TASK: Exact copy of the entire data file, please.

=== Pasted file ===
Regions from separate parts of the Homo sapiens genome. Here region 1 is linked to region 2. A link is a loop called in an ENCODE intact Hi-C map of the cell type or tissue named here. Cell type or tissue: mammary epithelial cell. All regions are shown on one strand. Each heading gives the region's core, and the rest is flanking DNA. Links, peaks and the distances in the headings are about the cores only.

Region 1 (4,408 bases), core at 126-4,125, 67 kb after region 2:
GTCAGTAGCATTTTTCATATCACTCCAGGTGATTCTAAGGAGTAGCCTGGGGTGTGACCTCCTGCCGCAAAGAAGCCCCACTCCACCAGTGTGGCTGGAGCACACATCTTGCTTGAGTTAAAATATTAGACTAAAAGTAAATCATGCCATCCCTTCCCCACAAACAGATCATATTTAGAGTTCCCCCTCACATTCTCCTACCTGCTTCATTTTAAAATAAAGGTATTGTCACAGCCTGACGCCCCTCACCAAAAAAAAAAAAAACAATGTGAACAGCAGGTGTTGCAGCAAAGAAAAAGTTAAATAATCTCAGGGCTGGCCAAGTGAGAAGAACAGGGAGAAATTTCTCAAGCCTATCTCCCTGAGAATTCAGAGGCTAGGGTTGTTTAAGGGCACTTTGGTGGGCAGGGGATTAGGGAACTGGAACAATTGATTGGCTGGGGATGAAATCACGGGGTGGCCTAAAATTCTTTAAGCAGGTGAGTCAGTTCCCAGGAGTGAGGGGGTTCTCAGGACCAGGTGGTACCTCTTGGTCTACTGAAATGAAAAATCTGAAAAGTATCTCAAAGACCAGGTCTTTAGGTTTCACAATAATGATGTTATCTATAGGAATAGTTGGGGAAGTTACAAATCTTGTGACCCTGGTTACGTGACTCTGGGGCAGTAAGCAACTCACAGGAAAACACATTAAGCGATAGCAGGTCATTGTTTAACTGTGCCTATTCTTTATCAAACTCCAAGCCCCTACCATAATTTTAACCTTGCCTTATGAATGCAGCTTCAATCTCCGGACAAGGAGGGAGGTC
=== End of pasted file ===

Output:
Regions from separate parts of the Homo sapiens genome. Here region 1 is linked to region 2. A link is a loop called in an ENCODE intact Hi-C map of the cell type or tissue named here. Cell type or tissue: mammary epithelial cell. All regions are shown on one strand. Each heading gives the region's core, and the rest is flanking DNA. Links, peaks and the distances in the headings are about the cores only.

Region 1 (4,408 bases), core at 126-4,125, 67 kb after region 2:
GTCAGTAGCATTTTTCATATCACTCCAGGTGATTCTAAGGAGTAGCCTGGGGTGTGACCTCCTGCCGCAAAGAAGCCCCACTCCACCAGTGTGGCTGGAGCACACATCTTGCTTGAGTTAAAATATTAGACTAAAAGTAAATCATGCCATCCCTTCCCCACAAACAGATCATATTTAGAGTTCCCCCTCACATTCTCCTACCTGCTTCATTTTAAAATAAAGGTATTGTCACAGCCTGACGCCCCTCACCAAAAAAAAAAAAAACAATGTGAACAGCAGGTGTTGCAGCAAAGAAAAAGTTAAATAATCTCAGGGCTGGCCAAGTGAGAAGAACAGGGAGAAATTTCTCAAGCCTATCTCCCTGAGAATTCAGAGGCTAGGGTTGTTTAAGGGCACTTTGGTGGGCAGGGGATTAGGGAACTGGAACAATTGATTGGCTGGGGATGAAATCACGGGGTGGCCTAAAATTCTTTAAGCAGGTGAGTCAGTTCCCAGGAGTGAGGGGGTTCTCAGGACCAGGTGGTACCTCTTGGTCTACTGAAATGAAAAATCTGAAAAGTATCTCAAAGACCAGGTCTTTAGGTTTCACAATAATGATGTTATCTATAGGAATAGTTGGGGAAGTTACAAATCTTGTGACCCTGGTTACGTGACTCTGGGGCAGTAAGCAACTCACAGGAAAACACATTAAGCGATAGCAGGTCATTGTTTAACTGTGCCTATTCTTTATCAAACTCCAAGCCCCTACCATAATTTTAACCTTGCCTTATGAATGCAGCTTCAATCTCCGGACAAGGAGGGAGGTC